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is the first thing passengers see as they alight from their buses.
The upstairs food court opens from Mondays to Saturdays and the food businesses stay open later.
“The market has been so busy in its first weeks that on the opening weekend we had to think about closing the doors and waiting to let shoppers in, although in the end that was not necessary,” Jenny said.
“We have had to get contractors in because the food businesses were so busy we needed more power.”
She added that the market team had also had to use the tannoy to warn people that the general market was closing at five and suggesting they go upstairs.
“It’s a great situation to be asking people to leave a market at closing time,” said Jenny, who now has a waiting list for the nearly 80 stalls.
She said a number of traders had dithered
about coming into the new market, understand- ably concerned about whether or not it would work.
A few chose to retire. “But in the last couple of weeks before we opened when people had seen images of the new market the number of enquiries went mad,” she said.
New traders including the hot food businesses say they are already certain they have made the right decision.
Jamila Khatun, who helps run Ali’s Food Hut with husband Ali and their daughter Nazia Begum, an accountant and the business brains behind the enterprise, said they were doing well with their eat-in or take-out Indian food business.
“Our daughter works in accounting and it was her idea and her business. Ali is a chef and she persuaded us to join her in the business after she saw pictures of what it was going to look like,” Jamila said.
Long-established businesses are also
FEATURE • SCUNTHORPE delighted and relieved that the new market is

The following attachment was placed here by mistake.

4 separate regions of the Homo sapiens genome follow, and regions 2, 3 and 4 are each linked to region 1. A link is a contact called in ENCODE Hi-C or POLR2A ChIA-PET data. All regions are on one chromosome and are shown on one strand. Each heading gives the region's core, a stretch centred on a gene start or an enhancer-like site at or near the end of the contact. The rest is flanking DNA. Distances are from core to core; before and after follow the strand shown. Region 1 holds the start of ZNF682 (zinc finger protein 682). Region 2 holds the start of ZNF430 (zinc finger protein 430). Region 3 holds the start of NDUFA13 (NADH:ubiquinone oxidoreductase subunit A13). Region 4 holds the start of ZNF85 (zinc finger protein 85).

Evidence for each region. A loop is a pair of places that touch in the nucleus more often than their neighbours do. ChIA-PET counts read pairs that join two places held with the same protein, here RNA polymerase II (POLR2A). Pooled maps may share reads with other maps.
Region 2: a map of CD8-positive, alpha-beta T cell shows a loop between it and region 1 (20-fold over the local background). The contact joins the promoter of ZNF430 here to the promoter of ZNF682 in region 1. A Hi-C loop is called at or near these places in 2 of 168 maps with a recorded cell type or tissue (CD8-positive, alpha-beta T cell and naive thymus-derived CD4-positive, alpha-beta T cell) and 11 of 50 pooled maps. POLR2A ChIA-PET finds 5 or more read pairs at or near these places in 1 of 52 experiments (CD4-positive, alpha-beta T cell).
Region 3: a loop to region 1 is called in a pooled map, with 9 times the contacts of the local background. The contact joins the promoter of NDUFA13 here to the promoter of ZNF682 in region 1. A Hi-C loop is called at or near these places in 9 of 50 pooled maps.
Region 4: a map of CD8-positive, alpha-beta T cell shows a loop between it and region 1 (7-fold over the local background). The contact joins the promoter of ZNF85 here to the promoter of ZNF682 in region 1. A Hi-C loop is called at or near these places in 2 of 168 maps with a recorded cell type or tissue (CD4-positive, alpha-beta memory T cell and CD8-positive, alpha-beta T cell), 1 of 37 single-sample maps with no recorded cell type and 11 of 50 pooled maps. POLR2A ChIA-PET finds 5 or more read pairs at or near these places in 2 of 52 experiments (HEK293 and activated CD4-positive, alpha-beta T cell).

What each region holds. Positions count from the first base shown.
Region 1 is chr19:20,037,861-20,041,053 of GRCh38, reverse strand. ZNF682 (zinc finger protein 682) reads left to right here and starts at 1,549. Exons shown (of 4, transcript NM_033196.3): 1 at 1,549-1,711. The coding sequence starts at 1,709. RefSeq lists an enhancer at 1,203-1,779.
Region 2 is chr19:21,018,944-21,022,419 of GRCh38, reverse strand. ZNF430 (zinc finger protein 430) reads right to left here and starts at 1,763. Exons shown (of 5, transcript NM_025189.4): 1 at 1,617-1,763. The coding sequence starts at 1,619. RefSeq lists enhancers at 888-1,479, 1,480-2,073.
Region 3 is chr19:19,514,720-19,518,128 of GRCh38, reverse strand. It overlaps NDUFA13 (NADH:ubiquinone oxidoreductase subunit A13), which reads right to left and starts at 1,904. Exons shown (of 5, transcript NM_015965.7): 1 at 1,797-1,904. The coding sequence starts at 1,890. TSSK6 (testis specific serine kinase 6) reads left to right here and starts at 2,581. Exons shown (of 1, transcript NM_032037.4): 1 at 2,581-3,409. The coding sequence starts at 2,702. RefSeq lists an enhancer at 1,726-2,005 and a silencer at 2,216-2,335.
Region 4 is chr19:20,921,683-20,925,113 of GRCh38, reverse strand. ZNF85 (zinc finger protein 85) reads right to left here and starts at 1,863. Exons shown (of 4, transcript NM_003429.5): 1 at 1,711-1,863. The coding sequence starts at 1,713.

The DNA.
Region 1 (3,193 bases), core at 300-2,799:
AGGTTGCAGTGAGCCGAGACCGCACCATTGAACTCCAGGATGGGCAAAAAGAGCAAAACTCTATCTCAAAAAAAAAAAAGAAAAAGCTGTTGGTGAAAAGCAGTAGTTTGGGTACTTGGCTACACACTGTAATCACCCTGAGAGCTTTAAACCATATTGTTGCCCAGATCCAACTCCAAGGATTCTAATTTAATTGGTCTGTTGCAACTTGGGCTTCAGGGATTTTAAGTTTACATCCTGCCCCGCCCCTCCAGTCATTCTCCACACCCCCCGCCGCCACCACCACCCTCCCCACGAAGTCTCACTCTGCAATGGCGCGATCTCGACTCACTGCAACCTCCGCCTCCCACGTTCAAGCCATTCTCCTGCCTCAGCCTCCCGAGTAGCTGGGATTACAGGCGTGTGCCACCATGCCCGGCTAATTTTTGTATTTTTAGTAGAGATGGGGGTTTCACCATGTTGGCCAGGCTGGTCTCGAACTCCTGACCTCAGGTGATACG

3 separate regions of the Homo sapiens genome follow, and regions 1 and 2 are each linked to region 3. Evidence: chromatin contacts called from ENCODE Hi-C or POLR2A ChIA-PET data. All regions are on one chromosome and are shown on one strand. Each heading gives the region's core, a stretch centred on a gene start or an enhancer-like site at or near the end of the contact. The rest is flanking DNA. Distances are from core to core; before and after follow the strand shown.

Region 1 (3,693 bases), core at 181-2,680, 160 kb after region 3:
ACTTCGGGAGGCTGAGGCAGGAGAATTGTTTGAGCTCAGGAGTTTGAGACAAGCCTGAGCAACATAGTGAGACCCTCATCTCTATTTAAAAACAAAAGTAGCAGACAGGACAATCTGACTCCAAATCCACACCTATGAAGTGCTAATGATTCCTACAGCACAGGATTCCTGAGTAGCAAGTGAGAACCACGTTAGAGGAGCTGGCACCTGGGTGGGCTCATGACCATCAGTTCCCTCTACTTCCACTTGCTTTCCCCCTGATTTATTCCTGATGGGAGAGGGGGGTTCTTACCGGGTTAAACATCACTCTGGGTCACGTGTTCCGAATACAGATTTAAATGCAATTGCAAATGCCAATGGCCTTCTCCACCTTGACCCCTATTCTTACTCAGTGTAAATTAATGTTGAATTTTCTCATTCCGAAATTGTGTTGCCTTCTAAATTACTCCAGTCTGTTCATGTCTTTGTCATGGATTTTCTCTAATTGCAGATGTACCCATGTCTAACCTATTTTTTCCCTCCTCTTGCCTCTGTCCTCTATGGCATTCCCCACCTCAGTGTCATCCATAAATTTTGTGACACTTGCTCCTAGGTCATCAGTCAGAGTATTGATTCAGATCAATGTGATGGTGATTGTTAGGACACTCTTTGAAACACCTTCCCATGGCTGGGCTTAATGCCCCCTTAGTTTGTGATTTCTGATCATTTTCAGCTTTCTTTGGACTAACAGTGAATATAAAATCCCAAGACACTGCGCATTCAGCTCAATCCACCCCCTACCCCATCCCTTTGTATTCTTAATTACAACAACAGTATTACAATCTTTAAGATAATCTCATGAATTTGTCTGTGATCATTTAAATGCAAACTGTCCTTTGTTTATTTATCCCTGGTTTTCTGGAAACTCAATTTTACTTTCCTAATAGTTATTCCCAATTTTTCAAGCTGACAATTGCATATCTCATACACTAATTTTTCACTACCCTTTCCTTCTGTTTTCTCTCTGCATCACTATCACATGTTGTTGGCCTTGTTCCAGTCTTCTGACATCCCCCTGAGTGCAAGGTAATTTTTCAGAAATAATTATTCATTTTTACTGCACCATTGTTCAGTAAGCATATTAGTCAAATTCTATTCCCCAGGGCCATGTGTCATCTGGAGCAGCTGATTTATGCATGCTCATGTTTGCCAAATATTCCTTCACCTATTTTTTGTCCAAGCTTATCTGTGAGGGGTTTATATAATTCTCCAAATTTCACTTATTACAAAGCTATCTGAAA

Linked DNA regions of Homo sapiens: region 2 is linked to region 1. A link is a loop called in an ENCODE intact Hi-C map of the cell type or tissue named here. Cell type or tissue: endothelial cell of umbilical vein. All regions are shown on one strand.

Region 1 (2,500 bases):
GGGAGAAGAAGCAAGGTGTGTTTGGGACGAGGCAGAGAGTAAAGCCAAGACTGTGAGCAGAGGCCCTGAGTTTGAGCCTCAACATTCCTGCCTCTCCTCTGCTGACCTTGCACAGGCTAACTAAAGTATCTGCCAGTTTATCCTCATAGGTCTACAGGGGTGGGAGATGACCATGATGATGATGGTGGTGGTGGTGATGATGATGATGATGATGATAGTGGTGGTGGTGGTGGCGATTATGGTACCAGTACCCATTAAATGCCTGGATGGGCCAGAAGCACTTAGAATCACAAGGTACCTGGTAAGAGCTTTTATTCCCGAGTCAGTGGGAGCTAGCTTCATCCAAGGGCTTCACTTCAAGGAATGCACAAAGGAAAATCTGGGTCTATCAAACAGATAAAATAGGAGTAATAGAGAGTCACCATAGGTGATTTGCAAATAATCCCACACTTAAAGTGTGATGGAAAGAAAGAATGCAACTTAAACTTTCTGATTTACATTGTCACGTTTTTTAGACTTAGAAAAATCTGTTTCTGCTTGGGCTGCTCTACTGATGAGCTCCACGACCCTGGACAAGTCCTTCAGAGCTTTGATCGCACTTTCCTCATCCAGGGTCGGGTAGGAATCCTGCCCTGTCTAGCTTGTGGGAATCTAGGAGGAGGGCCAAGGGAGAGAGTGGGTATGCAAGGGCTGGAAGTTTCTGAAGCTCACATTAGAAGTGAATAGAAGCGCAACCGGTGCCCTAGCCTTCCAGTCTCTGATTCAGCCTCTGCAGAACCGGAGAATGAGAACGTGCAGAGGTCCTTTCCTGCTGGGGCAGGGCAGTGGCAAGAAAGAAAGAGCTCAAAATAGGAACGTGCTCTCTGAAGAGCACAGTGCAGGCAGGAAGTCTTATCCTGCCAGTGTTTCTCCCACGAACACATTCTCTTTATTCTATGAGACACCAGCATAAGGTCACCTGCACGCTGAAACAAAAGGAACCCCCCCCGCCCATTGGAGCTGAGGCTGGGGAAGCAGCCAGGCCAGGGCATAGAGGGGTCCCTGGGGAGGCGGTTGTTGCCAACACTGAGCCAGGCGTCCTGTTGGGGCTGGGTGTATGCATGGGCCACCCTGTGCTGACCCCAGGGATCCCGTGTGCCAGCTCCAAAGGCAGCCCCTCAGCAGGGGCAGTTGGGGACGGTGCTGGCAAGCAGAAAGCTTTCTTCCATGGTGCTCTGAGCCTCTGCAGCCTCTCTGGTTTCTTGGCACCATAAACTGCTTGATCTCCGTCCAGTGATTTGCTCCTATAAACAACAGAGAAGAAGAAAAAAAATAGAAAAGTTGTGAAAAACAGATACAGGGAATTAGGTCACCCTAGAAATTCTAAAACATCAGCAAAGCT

attracting such good footfall.
At 82, Margaret Wild in a market veteran.
She began selling plants and flowers on the old market for the Dawson family who also sell fruit and veg. That was 53 years ago.
“When I started on the market it was absolutely heaving,” she said. “The old market had got really awful — it was dark, cold and miserable. This is wonderful in comparison — it’s bright, warm and clean, but I still miss the old days when we used to shout out to sell the last few things at the end of the day.”
Julia Murray, who runs the pet food and products business started by her grandfather, Jim Bale, in 1947, said: “We used to be in the food hall area of the market which was better and busier than the general market area, but they have done a really good job on this market and our regular customers are now finding us here.”
Some traders including the three butchers
   Jenny Couch is North Lincolnshire Council’s place development and marketing lead and has overseen the market project for the council
At 82, Margaret Wild is a market veteran, having started work for Dawson’s plants and flowers business in the old market 53 years ago
Julia Murray runs the long-established pet food and products business which is now doing well in the new market. It was started by her grandfather, Jim Bale in 1947
  Ali and Jamila Khatun have opened Ali’s Food Hut specialising in Indian cuisine to eat in the food court or take away

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